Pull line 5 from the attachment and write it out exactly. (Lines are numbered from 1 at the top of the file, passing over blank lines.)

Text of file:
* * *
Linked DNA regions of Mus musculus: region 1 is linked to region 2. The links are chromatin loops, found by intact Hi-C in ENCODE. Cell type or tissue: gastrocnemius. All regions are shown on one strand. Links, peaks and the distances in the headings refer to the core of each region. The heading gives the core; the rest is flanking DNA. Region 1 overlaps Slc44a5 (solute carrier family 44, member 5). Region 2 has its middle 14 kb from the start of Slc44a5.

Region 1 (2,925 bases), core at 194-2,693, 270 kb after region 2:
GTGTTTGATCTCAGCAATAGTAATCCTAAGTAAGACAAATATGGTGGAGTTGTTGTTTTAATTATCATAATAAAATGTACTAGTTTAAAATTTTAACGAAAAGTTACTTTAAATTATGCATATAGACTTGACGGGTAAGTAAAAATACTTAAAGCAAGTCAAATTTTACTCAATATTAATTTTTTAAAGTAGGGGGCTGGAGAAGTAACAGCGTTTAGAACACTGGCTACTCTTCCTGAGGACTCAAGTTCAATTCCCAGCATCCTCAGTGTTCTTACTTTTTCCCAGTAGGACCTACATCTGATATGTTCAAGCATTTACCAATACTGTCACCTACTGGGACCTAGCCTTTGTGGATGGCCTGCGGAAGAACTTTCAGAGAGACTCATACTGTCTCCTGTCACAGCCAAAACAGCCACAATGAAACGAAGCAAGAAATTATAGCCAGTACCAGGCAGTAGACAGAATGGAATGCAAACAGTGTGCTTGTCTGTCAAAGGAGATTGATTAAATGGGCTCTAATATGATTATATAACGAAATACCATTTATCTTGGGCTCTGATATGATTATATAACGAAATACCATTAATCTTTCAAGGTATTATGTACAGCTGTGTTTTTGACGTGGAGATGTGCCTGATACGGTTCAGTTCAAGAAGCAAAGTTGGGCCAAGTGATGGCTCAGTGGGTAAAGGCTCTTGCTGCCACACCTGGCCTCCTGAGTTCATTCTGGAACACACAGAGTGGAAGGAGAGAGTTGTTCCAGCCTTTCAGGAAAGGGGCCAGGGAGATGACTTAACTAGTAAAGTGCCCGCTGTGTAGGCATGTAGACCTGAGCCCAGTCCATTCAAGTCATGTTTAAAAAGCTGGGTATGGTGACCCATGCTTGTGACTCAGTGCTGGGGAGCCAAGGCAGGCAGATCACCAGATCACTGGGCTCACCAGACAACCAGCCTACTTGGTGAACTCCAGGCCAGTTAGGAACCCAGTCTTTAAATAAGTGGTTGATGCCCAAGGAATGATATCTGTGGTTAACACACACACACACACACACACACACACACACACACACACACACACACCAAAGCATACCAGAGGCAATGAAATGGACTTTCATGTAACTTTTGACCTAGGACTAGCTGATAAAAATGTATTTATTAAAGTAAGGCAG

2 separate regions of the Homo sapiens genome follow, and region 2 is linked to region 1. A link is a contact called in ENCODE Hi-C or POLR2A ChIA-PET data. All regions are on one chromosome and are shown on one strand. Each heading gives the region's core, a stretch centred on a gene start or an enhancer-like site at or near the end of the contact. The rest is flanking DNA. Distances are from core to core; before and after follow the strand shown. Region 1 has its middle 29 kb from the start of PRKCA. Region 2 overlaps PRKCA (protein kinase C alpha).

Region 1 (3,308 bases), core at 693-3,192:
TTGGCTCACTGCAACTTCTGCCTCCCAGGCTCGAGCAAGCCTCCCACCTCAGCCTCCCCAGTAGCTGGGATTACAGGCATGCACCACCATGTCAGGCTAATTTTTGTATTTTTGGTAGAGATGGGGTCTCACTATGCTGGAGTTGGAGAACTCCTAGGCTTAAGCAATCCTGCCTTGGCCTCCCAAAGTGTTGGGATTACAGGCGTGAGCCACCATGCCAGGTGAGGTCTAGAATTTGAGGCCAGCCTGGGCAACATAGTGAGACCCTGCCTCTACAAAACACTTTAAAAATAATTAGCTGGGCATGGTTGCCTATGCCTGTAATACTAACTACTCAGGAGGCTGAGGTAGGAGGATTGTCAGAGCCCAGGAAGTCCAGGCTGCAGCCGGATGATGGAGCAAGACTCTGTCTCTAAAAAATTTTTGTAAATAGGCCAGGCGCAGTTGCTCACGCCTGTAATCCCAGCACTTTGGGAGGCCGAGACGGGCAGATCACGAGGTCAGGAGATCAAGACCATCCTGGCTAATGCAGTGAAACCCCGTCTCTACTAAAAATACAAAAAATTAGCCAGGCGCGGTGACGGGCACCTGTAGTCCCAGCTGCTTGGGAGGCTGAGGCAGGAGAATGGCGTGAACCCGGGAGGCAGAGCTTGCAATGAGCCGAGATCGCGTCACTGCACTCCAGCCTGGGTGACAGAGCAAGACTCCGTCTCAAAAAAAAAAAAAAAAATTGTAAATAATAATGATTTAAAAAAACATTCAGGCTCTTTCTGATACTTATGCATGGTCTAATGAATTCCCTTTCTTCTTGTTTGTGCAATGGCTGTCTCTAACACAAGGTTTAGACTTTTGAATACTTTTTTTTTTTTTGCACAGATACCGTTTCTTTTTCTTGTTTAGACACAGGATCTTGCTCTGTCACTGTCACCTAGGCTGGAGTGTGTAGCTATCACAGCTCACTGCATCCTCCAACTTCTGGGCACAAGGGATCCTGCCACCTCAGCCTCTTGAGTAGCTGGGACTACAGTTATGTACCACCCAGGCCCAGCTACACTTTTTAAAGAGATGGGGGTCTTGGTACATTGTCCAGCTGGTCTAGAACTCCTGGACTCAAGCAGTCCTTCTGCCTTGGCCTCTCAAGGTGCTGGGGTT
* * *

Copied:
Region 1 (3,308 bases), core at 693-3,192: